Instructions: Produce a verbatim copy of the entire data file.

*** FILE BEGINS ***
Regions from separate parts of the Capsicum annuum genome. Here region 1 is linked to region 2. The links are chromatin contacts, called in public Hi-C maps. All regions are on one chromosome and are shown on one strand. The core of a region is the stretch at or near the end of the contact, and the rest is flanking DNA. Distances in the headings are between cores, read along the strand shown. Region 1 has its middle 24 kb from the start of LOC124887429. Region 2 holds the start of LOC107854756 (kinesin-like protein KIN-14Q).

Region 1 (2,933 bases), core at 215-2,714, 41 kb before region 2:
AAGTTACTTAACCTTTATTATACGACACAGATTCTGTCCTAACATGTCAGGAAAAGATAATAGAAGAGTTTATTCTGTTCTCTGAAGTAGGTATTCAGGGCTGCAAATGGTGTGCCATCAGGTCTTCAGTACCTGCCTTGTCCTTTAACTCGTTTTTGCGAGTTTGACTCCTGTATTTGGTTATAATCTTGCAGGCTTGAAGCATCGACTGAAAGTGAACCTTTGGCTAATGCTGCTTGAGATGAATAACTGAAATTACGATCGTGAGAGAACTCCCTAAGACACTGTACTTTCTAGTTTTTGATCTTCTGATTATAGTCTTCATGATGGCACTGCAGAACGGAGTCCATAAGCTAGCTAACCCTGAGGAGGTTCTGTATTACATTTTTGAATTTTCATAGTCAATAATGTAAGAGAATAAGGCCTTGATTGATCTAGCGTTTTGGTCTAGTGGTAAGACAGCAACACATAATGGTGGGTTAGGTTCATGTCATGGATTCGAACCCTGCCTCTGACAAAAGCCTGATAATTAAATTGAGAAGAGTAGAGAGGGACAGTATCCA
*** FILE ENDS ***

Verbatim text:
Regions from separate parts of the Capsicum annuum genome. Here region 1 is linked to region 2. The links are chromatin contacts, called in public Hi-C maps. All regions are on one chromosome and are shown on one strand. The core of a region is the stretch at or near the end of the contact, and the rest is flanking DNA. Distances in the headings are between cores, read along the strand shown. Region 1 has its middle 24 kb from the start of LOC124887429. Region 2 holds the start of LOC107854756 (kinesin-like protein KIN-14Q).

Region 1 (2,933 bases), core at 215-2,714, 41 kb before region 2:
AAGTTACTTAACCTTTATTATACGACACAGATTCTGTCCTAACATGTCAGGAAAAGATAATAGAAGAGTTTATTCTGTTCTCTGAAGTAGGTATTCAGGGCTGCAAATGGTGTGCCATCAGGTCTTCAGTACCTGCCTTGTCCTTTAACTCGTTTTTGCGAGTTTGACTCCTGTATTTGGTTATAATCTTGCAGGCTTGAAGCATCGACTGAAAGTGAACCTTTGGCTAATGCTGCTTGAGATGAATAACTGAAATTACGATCGTGAGAGAACTCCCTAAGACACTGTACTTTCTAGTTTTTGATCTTCTGATTATAGTCTTCATGATGGCACTGCAGAACGGAGTCCATAAGCTAGCTAACCCTGAGGAGGTTCTGTATTACATTTTTGAATTTTCATAGTCAATAATGTAAGAGAATAAGGCCTTGATTGATCTAGCGTTTTGGTCTAGTGGTAAGACAGCAACACATAATGGTGGGTTAGGTTCATGTCATGGATTCGAACCCTGCCTCTGACAAAAGCCTGATAATTAAATTGAGAAGAGTAGAGAGGGACAGTATCCA